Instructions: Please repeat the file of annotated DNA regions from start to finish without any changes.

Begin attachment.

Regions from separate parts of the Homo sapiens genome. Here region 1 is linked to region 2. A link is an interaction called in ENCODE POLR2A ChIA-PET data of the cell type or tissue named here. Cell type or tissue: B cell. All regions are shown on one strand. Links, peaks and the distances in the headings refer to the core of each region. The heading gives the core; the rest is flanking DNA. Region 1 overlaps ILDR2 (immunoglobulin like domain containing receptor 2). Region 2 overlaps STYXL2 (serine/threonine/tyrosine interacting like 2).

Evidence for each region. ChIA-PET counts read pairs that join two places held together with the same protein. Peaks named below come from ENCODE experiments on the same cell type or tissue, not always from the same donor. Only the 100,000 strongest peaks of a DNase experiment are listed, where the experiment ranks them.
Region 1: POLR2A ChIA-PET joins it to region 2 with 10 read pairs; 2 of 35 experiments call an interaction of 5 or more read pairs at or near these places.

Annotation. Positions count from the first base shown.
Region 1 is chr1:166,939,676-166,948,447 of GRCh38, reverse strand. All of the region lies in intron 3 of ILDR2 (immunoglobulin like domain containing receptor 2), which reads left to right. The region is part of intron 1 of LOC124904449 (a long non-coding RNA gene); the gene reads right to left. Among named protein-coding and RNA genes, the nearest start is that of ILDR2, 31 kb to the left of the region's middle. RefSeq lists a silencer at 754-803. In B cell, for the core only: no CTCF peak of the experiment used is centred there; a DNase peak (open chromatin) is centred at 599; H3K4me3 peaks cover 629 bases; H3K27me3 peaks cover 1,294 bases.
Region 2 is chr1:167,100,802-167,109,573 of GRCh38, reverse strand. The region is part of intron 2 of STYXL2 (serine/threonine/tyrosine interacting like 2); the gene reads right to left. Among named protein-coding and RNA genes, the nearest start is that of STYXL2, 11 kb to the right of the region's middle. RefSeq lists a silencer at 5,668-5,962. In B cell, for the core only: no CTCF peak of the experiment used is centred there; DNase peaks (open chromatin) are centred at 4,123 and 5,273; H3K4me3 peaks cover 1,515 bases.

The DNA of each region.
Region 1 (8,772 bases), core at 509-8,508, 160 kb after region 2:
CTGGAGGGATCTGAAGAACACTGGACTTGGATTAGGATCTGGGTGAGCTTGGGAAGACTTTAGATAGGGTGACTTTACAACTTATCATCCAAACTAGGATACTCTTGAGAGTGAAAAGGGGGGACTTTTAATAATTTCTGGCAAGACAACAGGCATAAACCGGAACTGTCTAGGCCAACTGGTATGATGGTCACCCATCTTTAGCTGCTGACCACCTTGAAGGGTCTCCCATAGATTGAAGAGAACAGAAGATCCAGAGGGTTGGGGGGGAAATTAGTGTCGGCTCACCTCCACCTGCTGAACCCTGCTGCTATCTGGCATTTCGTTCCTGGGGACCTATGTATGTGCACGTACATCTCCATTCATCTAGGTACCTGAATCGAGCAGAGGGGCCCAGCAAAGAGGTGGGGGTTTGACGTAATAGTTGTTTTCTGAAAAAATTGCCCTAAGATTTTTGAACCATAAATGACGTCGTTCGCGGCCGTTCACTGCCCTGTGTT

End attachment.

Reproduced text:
Regions from separate parts of the Homo sapiens genome. Here region 1 is linked to region 2. A link is an interaction called in ENCODE POLR2A ChIA-PET data of the cell type or tissue named here. Cell type or tissue: B cell. All regions are shown on one strand. Links, peaks and the distances in the headings refer to the core of each region. The heading gives the core; the rest is flanking DNA. Region 1 overlaps ILDR2 (immunoglobulin like domain containing receptor 2). Region 2 overlaps STYXL2 (serine/threonine/tyrosine interacting like 2).

Evidence for each region. ChIA-PET counts read pairs that join two places held together with the same protein. Peaks named below come from ENCODE experiments on the same cell type or tissue, not always from the same donor. Only the 100,000 strongest peaks of a DNase experiment are listed, where the experiment ranks them.
Region 1: POLR2A ChIA-PET joins it to region 2 with 10 read pairs; 2 of 35 experiments call an interaction of 5 or more read pairs at or near these places.

Annotation. Positions count from the first base shown.
Region 1 is chr1:166,939,676-166,948,447 of GRCh38, reverse strand. All of the region lies in intron 3 of ILDR2 (immunoglobulin like domain containing receptor 2), which reads left to right. The region is part of intron 1 of LOC124904449 (a long non-coding RNA gene); the gene reads right to left. Among named protein-coding and RNA genes, the nearest start is that of ILDR2, 31 kb to the left of the region's middle. RefSeq lists a silencer at 754-803. In B cell, for the core only: no CTCF peak of the experiment used is centred there; a DNase peak (open chromatin) is centred at 599; H3K4me3 peaks cover 629 bases; H3K27me3 peaks cover 1,294 bases.
Region 2 is chr1:167,100,802-167,109,573 of GRCh38, reverse strand. The region is part of intron 2 of STYXL2 (serine/threonine/tyrosine interacting like 2); the gene reads right to left. Among named protein-coding and RNA genes, the nearest start is that of STYXL2, 11 kb to the right of the region's middle. RefSeq lists a silencer at 5,668-5,962. In B cell, for the core only: no CTCF peak of the experiment used is centred there; DNase peaks (open chromatin) are centred at 4,123 and 5,273; H3K4me3 peaks cover 1,515 bases.

The DNA of each region.
Region 1 (8,772 bases), core at 509-8,508, 160 kb after region 2:
CTGGAGGGATCTGAAGAACACTGGACTTGGATTAGGATCTGGGTGAGCTTGGGAAGACTTTAGATAGGGTGACTTTACAACTTATCATCCAAACTAGGATACTCTTGAGAGTGAAAAGGGGGGACTTTTAATAATTTCTGGCAAGACAACAGGCATAAACCGGAACTGTCTAGGCCAACTGGTATGATGGTCACCCATCTTTAGCTGCTGACCACCTTGAAGGGTCTCCCATAGATTGAAGAGAACAGAAGATCCAGAGGGTTGGGGGGGAAATTAGTGTCGGCTCACCTCCACCTGCTGAACCCTGCTGCTATCTGGCATTTCGTTCCTGGGGACCTATGTATGTGCACGTACATCTCCATTCATCTAGGTACCTGAATCGAGCAGAGGGGCCCAGCAAAGAGGTGGGGGTTTGACGTAATAGTTGTTTTCTGAAAAAATTGCCCTAAGATTTTTGAACCATAAATGACGTCGTTCGCGGCCGTTCACTGCCCTGTGTT